ALBUM REVIEW: Crown The Empire – Sudden Sky

Release Date: July 19th 2019
Label: Rise Records
Website: www.crowntheempire.com
Facebook: www.facebook.com/crowntheempire
Twitter: www.twitter.com/crowntheempire

Rating:

With the departure of David Escamilla in 2017 leading to bassist Hayden Tree and guitarist Brandon Hoover taking on his share of unclean and clean vocals respectively, Crown The Empire have re-aligned for fourth record, ‘Sudden Sky’.

Rounding out the group with drummer Brent Taddie and vocalist/programmer Andy Leo, the quartet deliver a pop-drenched iteration of metalcore.

This isn’t necessarily a negative; tracks such as ‘Red Pills’ meld the two styles together effectively with stop start guitars supporting Leo‘s strong hooks. Adding an intriguing palm-muted melody to offset the tracks galloping breakdown, this song proves that the group have perfected the style.

The same can be said for ‘Blurry (Out Of Place)’, a song that incorporates glitched samples and non-linear patterns into the bed of distorted guitars that drive the track. Enabling the momentum to rise and fall on a whim, Taddie creates a stunning impact towards the latter half.

The main charm of the record lies within its approach to melody and structure, with tracks such as ’20/20′ using the vocal refrain to drive it into a slow building burst of groove and layered synths. The same can be said for ‘What I Am’; economic yet effective, the track leans on tension to highlight the strengths of the solid chorus.

Whilst the record is at its best when focusing on the more melodic side, ‘SEQU3NCE’ delivers a snappy and aggressive burst of blast beats and distorted synths. Held up by a thunderous groove, Tree snarls and screams towards winding guitar solos and an abrupt end.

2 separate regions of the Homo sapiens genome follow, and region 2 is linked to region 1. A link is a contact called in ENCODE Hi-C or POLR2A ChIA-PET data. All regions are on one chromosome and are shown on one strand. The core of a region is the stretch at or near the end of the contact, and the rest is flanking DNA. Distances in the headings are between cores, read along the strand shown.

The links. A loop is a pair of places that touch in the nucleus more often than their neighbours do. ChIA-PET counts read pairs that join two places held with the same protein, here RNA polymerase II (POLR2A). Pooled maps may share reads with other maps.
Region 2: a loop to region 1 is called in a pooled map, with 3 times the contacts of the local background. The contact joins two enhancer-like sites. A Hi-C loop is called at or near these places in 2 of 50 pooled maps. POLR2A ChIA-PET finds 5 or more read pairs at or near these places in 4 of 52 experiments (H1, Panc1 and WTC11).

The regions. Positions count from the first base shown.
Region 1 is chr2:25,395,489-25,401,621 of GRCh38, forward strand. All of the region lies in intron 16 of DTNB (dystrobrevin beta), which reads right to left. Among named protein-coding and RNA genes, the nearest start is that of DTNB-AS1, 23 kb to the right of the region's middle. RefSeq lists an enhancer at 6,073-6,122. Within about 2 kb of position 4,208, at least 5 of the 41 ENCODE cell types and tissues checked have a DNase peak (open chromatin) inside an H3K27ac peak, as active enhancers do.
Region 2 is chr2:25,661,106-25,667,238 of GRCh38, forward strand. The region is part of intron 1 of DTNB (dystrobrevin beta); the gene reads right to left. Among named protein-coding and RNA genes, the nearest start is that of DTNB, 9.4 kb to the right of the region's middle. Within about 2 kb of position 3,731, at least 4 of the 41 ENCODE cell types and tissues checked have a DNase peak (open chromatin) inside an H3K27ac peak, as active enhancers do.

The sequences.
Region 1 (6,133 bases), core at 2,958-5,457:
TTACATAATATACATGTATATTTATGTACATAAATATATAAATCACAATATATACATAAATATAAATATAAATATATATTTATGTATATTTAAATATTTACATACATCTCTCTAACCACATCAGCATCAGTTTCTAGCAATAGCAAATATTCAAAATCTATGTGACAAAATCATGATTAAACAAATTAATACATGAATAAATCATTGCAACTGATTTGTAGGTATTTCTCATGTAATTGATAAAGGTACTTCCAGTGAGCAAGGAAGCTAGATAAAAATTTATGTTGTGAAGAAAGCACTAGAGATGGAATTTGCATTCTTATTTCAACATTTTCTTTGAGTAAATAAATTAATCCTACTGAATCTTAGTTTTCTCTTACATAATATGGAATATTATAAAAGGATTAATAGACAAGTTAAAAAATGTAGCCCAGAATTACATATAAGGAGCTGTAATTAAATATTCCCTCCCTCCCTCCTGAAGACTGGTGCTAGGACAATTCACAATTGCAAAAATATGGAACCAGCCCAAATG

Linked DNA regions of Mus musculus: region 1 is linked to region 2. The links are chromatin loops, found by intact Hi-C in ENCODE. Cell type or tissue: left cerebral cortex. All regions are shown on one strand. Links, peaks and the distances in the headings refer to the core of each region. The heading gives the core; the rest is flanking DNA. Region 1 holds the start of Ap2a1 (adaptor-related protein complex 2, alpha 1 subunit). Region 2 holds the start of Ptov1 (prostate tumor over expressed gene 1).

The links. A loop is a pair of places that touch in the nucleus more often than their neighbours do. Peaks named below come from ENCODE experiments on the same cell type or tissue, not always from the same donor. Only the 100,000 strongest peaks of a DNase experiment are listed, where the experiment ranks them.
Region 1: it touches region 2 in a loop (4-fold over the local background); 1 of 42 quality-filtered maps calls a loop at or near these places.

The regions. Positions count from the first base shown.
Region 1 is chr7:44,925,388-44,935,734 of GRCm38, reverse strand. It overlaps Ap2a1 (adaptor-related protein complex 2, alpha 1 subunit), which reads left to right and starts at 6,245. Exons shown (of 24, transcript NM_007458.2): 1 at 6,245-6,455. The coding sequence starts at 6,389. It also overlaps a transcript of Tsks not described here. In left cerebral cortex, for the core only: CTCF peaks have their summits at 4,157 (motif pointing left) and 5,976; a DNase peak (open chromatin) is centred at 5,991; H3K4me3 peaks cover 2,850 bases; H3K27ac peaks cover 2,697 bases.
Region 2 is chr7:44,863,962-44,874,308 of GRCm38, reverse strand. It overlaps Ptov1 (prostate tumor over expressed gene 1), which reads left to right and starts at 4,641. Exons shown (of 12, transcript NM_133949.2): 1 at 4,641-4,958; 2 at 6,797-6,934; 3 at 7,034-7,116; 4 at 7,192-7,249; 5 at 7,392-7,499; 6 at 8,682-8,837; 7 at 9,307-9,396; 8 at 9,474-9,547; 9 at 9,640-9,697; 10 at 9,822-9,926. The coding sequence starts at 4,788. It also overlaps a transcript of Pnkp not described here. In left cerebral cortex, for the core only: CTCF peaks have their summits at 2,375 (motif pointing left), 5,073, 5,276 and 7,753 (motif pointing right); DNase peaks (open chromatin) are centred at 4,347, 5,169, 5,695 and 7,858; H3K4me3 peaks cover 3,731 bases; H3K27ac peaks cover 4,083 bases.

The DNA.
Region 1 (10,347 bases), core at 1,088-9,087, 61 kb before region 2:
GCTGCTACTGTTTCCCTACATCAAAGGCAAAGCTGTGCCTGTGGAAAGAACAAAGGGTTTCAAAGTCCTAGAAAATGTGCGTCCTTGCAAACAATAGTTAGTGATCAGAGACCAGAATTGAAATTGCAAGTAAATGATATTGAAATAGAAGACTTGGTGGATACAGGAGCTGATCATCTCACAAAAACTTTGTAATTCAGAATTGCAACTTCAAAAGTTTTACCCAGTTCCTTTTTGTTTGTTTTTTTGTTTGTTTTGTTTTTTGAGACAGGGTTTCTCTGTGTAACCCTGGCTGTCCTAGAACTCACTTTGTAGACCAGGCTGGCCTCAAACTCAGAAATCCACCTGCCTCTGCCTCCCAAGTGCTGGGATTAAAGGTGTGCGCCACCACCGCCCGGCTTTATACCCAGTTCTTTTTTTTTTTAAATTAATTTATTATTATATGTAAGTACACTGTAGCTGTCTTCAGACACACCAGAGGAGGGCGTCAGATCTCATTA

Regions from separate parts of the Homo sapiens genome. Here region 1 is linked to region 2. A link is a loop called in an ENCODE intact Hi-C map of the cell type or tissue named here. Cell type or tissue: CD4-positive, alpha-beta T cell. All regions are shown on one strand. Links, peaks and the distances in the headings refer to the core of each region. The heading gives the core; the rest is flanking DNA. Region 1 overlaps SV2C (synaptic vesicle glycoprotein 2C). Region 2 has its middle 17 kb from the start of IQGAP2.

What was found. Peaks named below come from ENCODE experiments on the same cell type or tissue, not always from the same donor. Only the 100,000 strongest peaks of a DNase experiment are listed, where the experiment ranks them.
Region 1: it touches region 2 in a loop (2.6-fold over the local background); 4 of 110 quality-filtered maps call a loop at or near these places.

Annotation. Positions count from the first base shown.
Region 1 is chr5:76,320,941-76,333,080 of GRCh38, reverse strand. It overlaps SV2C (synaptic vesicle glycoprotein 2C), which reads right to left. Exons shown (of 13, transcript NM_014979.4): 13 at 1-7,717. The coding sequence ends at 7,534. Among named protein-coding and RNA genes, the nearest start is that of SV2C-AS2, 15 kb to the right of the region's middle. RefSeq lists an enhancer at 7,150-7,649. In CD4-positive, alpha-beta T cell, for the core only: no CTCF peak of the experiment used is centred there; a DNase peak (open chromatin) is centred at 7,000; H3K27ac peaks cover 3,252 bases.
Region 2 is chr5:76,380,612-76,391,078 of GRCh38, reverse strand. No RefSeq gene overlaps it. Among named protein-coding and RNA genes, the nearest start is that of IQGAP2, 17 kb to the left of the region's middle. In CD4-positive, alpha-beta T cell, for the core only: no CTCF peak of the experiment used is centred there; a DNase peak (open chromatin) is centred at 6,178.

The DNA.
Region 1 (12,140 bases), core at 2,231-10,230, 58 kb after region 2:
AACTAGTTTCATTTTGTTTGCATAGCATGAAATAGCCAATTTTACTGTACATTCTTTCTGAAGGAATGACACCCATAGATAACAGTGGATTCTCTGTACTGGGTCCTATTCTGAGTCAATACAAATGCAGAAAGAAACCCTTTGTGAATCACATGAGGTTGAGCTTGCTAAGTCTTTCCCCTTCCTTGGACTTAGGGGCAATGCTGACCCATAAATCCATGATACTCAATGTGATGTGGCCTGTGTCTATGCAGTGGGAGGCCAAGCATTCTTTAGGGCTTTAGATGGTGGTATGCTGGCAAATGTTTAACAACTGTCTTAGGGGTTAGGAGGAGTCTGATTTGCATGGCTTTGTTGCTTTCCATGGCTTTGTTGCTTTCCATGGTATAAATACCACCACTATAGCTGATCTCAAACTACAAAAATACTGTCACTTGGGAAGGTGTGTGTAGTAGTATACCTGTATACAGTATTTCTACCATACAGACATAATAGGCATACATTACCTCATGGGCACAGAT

The album also holds its fair share of energy, but there are songs like ‘March Of The Ignorant’ that make it stumble and lose momentum. Steeped in new wave style synths and a dynamically reversed structure, it definitely outstays its welcome.

Ending on a high note, the album’s titular track sees us out, and straddles between swelling distortion and punk flavoured choruses. Crammed with blast beats, glitched screams, and boasting a strong vocal hook, the track closes the record with a sprint through melody and dynamics.

Whilst the record may not break new ground, nor does it see Crown The Empire work towards entering new territories, ‘Sudden Sky’ will surely please existing fans. That being said, with promise being shown throughout the record, it’s possible that we may see a different version of the group in the future.